After playing an excellent lunchtime set live on KEXP, British dub pioneer James Blake moved down to the Neptune for a sold out gig in support of new record Overgrown. Fans were lined up more than an hour before the show and the place packed out quickly once doors were open, and all for good reason. Blake and his band have a knack for creating a totally unique live experience akin to but not identical to Blake’s records. The live interpretation of the sketches on the album are living organisms, and the sheer size and scope of Blake’s undertaking on stage is pretty intense. If you blink, you probably missed something, whether it be an added synthesizer, a looped vocal line, or an additional sample. Blake’s set was brilliant, and not a person in the room left disappointed.
Connecticut born electronic artist FaltyDL opened up the night with a heavily atmospheric DJ set. Ranging from the quiet whisper beats of new Gold Panda to the retro funk chaos of Daft Punk’s “Short Circuit”, FaltyDL spun a diverse mixture of sounds and songs that made for a pretty fitting introduction to the diverse and contradictory nature of Blake’s set.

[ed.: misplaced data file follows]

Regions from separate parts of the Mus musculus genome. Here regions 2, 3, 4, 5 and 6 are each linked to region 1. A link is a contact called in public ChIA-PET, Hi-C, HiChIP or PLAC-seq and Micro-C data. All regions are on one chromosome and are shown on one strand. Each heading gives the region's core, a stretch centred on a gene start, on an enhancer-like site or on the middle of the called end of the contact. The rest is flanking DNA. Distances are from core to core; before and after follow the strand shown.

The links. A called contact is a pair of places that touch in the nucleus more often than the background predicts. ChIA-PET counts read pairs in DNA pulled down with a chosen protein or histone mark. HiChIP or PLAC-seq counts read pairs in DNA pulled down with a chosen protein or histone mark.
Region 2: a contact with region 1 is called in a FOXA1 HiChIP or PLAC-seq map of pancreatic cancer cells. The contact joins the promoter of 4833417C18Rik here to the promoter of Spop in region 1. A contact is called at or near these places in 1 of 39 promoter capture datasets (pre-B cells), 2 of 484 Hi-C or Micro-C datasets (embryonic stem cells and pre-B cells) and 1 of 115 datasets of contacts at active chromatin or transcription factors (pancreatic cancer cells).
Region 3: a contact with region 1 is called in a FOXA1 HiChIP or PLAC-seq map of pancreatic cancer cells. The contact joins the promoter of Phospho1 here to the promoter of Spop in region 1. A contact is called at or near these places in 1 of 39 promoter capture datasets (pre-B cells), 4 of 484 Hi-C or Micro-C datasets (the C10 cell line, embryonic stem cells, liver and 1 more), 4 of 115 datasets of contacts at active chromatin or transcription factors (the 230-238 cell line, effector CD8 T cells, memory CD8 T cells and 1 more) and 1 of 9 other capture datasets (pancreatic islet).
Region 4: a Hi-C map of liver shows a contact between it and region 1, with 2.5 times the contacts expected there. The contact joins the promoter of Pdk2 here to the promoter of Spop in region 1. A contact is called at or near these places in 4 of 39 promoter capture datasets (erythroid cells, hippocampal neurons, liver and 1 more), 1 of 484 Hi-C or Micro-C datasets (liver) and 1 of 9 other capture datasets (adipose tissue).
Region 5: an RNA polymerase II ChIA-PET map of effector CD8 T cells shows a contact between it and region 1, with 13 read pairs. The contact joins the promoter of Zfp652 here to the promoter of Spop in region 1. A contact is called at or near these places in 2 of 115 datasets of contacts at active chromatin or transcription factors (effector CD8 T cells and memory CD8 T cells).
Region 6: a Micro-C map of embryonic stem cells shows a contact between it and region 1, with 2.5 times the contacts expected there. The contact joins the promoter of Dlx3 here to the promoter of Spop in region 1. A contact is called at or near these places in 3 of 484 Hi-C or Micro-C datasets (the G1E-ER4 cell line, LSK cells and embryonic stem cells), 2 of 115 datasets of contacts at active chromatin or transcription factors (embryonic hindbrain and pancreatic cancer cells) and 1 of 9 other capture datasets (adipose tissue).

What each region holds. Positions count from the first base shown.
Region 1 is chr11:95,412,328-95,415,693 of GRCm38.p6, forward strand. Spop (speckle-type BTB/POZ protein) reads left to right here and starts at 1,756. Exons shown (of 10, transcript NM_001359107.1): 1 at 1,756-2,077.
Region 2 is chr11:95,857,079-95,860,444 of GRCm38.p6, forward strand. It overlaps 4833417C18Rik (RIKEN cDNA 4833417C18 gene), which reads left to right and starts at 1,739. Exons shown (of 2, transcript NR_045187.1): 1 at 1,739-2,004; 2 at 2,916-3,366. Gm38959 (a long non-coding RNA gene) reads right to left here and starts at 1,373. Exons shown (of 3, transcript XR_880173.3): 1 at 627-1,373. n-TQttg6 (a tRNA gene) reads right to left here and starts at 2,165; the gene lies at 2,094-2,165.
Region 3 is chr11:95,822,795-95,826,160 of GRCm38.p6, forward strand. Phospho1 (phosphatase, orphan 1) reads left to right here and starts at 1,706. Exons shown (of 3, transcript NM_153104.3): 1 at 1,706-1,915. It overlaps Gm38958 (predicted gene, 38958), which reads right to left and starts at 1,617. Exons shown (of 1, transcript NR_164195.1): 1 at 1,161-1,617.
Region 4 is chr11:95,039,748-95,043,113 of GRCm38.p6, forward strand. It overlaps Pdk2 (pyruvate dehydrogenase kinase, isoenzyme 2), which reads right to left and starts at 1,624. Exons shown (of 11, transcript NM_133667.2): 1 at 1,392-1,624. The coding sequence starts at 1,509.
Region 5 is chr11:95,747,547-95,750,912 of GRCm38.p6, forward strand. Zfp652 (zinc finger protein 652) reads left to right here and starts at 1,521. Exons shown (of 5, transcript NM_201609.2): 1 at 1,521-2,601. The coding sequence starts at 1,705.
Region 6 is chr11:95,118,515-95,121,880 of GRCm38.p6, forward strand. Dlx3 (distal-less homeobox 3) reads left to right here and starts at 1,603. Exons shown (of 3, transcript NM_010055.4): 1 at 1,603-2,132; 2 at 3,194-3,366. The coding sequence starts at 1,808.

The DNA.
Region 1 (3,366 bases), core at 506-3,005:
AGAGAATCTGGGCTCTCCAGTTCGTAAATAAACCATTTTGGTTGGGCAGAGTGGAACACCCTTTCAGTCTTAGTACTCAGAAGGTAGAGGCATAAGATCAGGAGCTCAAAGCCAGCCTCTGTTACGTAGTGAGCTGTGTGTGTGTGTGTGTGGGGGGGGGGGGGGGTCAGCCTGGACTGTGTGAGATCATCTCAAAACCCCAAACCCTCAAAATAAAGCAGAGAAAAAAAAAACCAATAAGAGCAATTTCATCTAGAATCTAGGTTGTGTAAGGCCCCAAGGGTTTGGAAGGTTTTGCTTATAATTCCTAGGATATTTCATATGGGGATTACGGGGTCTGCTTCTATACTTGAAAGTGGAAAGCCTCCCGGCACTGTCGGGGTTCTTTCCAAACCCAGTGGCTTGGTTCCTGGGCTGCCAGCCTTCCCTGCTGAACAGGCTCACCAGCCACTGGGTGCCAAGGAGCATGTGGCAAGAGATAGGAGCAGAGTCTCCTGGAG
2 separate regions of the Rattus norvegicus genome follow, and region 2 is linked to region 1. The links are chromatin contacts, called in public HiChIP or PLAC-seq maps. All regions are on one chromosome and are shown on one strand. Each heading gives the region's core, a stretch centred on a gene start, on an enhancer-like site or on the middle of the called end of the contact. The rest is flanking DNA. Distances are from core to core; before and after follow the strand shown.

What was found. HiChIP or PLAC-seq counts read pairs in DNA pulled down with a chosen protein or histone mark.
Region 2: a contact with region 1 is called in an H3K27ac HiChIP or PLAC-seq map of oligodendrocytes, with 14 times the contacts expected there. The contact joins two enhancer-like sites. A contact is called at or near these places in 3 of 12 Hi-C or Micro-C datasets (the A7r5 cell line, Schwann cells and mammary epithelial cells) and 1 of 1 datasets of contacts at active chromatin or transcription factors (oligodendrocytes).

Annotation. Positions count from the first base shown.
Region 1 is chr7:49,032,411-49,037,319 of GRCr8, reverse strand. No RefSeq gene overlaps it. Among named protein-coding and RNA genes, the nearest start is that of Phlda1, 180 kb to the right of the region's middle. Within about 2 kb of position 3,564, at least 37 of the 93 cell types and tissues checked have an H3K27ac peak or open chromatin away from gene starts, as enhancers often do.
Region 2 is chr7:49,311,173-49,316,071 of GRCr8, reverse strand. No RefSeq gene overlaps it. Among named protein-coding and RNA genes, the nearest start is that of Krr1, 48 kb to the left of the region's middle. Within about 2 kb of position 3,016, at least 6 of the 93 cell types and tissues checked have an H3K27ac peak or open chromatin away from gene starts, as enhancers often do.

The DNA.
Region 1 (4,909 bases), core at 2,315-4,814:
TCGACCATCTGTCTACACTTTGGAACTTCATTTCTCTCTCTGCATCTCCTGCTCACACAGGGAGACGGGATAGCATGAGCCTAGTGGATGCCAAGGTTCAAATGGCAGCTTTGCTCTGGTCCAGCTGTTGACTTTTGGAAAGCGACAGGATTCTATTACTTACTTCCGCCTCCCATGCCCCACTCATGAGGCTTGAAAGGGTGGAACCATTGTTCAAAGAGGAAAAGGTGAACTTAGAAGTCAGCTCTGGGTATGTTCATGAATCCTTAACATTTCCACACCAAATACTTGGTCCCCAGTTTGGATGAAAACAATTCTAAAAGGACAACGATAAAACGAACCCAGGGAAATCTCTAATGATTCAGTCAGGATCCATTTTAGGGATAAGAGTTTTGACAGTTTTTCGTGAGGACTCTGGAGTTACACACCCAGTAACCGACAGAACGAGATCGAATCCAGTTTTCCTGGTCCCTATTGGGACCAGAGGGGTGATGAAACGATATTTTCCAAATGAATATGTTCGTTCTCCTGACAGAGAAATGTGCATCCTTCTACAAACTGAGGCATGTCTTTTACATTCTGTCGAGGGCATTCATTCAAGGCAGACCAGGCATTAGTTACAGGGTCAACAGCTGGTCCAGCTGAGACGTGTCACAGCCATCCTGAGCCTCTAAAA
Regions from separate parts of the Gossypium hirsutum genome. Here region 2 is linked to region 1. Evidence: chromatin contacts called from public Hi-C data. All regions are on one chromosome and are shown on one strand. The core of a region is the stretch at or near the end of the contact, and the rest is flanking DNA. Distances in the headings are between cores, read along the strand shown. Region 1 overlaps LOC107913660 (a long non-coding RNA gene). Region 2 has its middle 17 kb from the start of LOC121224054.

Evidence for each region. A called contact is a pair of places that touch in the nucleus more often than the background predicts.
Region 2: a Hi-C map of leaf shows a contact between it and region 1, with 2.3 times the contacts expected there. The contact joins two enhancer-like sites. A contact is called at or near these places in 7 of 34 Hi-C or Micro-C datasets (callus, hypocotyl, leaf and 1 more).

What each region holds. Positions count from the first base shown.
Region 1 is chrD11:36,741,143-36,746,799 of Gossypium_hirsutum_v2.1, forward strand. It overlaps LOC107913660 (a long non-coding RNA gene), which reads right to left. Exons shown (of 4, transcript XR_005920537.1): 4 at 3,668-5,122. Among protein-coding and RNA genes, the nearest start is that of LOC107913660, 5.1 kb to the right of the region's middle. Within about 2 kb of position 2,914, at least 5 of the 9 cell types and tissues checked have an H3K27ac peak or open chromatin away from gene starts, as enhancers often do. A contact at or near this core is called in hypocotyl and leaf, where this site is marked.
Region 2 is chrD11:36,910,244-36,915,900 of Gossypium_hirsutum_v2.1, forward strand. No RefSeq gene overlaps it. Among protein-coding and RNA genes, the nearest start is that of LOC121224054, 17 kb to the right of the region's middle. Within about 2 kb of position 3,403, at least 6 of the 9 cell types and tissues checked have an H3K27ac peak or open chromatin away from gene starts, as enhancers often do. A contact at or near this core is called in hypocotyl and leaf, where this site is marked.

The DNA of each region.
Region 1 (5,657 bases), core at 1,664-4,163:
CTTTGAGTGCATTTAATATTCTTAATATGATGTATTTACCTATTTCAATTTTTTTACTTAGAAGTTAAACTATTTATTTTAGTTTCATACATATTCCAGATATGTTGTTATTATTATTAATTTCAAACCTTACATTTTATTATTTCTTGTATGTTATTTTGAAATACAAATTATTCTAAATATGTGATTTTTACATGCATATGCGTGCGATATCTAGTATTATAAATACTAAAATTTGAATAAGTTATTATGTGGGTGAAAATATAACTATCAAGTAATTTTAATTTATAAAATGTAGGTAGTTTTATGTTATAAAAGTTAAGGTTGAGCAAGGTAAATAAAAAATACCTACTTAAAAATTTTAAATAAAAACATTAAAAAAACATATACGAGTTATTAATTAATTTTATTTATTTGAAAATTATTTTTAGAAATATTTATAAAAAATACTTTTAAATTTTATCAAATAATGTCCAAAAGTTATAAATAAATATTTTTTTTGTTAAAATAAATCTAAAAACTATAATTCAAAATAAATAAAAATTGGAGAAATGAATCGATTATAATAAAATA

On the record, Blake’s music walks an interesting tightrope balance between mellow as can be piano soul and skull-crushing bass driven dance music. The trouble with the record is, when you dwell on the quiet beauty of tunes like “Lindisfarne”, you rarely remember to crank the volume to 11 for the face melting ending of “Never Learnt To Share” or the ecstatic chaos of “Digital Lion”. The beauty about Blake’s show live is, he doesn’t give you a choice. Opening with a fully rendered “Air & Lack Thereof”, Blake proved that, given a massive sound system, his tunes can rattle the building to its foundation. Then, looping his voice to infinity for “Never Learnt To Share”, Blake upped the ante until the crowd was dizzy. But then, backing off the energy he’d just mustered over the first 10 minutes, Blake brought out Overgrown track “To The Last” and self-titled classic “Lindisfarne” before returning to the noise with “CMYK”. Live, the stark difference between Blake’s two sides is more apparent than ever, but it plays into his mystery as a performer and as an artist all the more. Trailblazing through the insane twists and turns of “Voyeur”, “Digital Lion”, and classics like “Klavierwerke”, Blake proved that he is one of the most progressive voices in electronic music today. But then, when he finished setting the bar up and beyond any reachable point, he backed off for “Overgrown” and “Our Love Comes Back”. This was emphasized perfectly one last time in his encore, playing back to back “The Wilhelm Scream” and Joni Mitchell’s “A Case of You”. Blake is a living, breathing dichotomy, but just like all of electronic music’s greatest, this plays into his strengths more than his weaknesses.